ALBUQUERQUE, N.M. (KRQE) – Months into the pandemic, bars across the state remain closed Monday night, forcing some to rely on food sales to keep afloat. Places like Revel Entertainment Center are meant to be bustling at night with people enjoying the bars and live music but they have since turned into ghost towns.

Opening an entertainment venue in Albuquerque was Daniel Chavez’s dream. “That was the vision,” Chavez said. “That was the dream. That is what I saved my money for.”

After just three weeks of opening Revel Entertainment Center back in March, coronavirus shut it down. “That is one of the tough things for me to come here,” Chavez said. “I did not like walking in here. It is really hard to walk in and see all the work finished and ready to go with no people in here.”

Chavez has had to lay off 125 people. Right now, the only money coming in is from carryout and delivery from the restaurants inside. The majority of sales were set to come from their large venues like the concert space and piano bar, plus two other bars. All of those remain empty. “Unfortunately, we have seen that there will be no elbow to elbow entertainment going on for probably who knows,” Chavez said.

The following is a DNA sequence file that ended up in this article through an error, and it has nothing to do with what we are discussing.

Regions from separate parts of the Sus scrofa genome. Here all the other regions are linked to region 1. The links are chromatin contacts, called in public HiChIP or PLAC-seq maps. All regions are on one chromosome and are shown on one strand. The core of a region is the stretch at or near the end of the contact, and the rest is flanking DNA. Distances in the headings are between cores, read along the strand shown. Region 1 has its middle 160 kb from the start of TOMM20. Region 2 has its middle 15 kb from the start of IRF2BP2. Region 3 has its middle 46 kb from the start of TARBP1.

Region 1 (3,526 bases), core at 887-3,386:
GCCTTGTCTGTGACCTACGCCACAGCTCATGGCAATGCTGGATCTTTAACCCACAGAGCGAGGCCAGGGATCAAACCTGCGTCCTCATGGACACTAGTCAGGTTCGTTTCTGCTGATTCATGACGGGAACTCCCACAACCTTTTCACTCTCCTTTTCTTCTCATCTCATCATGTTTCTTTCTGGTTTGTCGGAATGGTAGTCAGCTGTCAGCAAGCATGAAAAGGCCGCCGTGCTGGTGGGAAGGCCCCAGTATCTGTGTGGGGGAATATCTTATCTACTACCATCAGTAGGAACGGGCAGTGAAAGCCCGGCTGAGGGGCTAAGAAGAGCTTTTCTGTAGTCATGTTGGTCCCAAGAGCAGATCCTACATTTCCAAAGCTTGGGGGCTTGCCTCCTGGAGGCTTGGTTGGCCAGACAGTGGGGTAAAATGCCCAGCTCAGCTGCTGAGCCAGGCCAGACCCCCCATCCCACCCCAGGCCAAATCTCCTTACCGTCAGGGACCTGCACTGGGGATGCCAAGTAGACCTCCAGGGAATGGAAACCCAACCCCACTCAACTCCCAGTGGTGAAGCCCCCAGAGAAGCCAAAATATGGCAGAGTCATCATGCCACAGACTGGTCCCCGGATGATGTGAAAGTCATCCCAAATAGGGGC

Michael Conforti at the Library Bar and Grill said it’s been extremely difficult to survive months of being closed, taking out a number of loans to help out. “It has been a roller coaster,” Conforti said. “We see certain dates coming up and then we are told to hold on until this date in June, this date in July. Then, we see things going backwards and we understand the health concerns but we are trying to do our best to survive.”

Conforti said they relied on carry out for some time, but the place is known for its nightlife. “Places like ours are more about being at the place and enjoying the atmosphere,” Conforti said. “The bills that come along with running a bar or restaurant are so enormous. You really would have to have quite a bit of takeout sales just to make it worth your while to be open.”

Chavez said he is in it for the long haul to see his dream fulfilled. “If it lasts another year and a half, we will still be here,” Chavez said. “We will see concerts in this venue. All the bars will be fully functioning and we will be back at it.”

Chavez said their concert venue makes up 70% of their business. That was set to open this summer but they are slowing the project down until they know for sure when concerts are coming back.

He doesn’t expect that to happen until the fall of next year. The governor has previously said that bars could possibly reopen in phase two.